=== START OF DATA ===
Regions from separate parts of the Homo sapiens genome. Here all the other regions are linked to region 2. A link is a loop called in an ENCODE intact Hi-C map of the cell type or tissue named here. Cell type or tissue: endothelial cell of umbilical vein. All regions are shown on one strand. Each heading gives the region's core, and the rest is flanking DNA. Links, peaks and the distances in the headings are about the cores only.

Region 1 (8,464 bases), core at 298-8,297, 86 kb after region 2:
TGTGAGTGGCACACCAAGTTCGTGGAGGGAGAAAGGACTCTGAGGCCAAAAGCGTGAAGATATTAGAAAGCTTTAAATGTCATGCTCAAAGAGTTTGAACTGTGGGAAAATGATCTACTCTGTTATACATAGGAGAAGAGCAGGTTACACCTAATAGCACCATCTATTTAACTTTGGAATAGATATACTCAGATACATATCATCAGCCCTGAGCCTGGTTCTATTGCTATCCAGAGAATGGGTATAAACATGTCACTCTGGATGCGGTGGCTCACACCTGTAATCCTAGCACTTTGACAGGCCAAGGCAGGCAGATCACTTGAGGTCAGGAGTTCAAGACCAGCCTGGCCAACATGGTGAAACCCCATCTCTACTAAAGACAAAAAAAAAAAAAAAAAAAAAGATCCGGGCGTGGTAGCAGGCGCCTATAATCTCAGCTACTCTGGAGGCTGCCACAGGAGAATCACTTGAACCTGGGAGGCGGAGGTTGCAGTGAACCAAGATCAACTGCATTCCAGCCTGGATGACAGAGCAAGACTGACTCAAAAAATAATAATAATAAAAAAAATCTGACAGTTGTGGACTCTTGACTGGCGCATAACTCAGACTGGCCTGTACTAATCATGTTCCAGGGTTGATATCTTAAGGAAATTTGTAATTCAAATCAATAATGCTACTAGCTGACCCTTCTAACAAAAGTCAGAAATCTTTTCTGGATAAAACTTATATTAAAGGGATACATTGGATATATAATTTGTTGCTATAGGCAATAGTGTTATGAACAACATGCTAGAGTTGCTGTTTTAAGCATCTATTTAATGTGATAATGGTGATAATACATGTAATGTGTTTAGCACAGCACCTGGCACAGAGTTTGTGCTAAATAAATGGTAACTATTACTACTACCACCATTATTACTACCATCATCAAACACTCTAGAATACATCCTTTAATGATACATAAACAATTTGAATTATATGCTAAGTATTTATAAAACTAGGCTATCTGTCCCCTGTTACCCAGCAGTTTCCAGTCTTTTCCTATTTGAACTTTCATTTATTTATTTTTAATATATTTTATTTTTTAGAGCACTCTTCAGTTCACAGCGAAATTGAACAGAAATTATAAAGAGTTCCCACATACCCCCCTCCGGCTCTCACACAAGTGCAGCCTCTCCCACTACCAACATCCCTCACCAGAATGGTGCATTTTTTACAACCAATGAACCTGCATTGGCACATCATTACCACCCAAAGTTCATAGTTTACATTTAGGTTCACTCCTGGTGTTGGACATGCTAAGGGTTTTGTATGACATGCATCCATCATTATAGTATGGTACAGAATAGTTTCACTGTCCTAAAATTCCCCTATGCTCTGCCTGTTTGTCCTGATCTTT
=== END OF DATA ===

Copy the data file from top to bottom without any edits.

Regions from separate parts of the Homo sapiens genome. Here all the other regions are linked to region 2. A link is a loop called in an ENCODE intact Hi-C map of the cell type or tissue named here. Cell type or tissue: endothelial cell of umbilical vein. All regions are shown on one strand. Each heading gives the region's core, and the rest is flanking DNA. Links, peaks and the distances in the headings are about the cores only.

Region 1 (8,464 bases), core at 298-8,297, 86 kb after region 2:
TGTGAGTGGCACACCAAGTTCGTGGAGGGAGAAAGGACTCTGAGGCCAAAAGCGTGAAGATATTAGAAAGCTTTAAATGTCATGCTCAAAGAGTTTGAACTGTGGGAAAATGATCTACTCTGTTATACATAGGAGAAGAGCAGGTTACACCTAATAGCACCATCTATTTAACTTTGGAATAGATATACTCAGATACATATCATCAGCCCTGAGCCTGGTTCTATTGCTATCCAGAGAATGGGTATAAACATGTCACTCTGGATGCGGTGGCTCACACCTGTAATCCTAGCACTTTGACAGGCCAAGGCAGGCAGATCACTTGAGGTCAGGAGTTCAAGACCAGCCTGGCCAACATGGTGAAACCCCATCTCTACTAAAGACAAAAAAAAAAAAAAAAAAAAAGATCCGGGCGTGGTAGCAGGCGCCTATAATCTCAGCTACTCTGGAGGCTGCCACAGGAGAATCACTTGAACCTGGGAGGCGGAGGTTGCAGTGAACCAAGATCAACTGCATTCCAGCCTGGATGACAGAGCAAGACTGACTCAAAAAATAATAATAATAAAAAAAATCTGACAGTTGTGGACTCTTGACTGGCGCATAACTCAGACTGGCCTGTACTAATCATGTTCCAGGGTTGATATCTTAAGGAAATTTGTAATTCAAATCAATAATGCTACTAGCTGACCCTTCTAACAAAAGTCAGAAATCTTTTCTGGATAAAACTTATATTAAAGGGATACATTGGATATATAATTTGTTGCTATAGGCAATAGTGTTATGAACAACATGCTAGAGTTGCTGTTTTAAGCATCTATTTAATGTGATAATGGTGATAATACATGTAATGTGTTTAGCACAGCACCTGGCACAGAGTTTGTGCTAAATAAATGGTAACTATTACTACTACCACCATTATTACTACCATCATCAAACACTCTAGAATACATCCTTTAATGATACATAAACAATTTGAATTATATGCTAAGTATTTATAAAACTAGGCTATCTGTCCCCTGTTACCCAGCAGTTTCCAGTCTTTTCCTATTTGAACTTTCATTTATTTATTTTTAATATATTTTATTTTTTAGAGCACTCTTCAGTTCACAGCGAAATTGAACAGAAATTATAAAGAGTTCCCACATACCCCCCTCCGGCTCTCACACAAGTGCAGCCTCTCCCACTACCAACATCCCTCACCAGAATGGTGCATTTTTTACAACCAATGAACCTGCATTGGCACATCATTACCACCCAAAGTTCATAGTTTACATTTAGGTTCACTCCTGGTGTTGGACATGCTAAGGGTTTTGTATGACATGCATCCATCATTATAGTATGGTACAGAATAGTTTCACTGTCCTAAAATTCCCCTATGCTCTGCCTGTTTGTCCTGATCTTT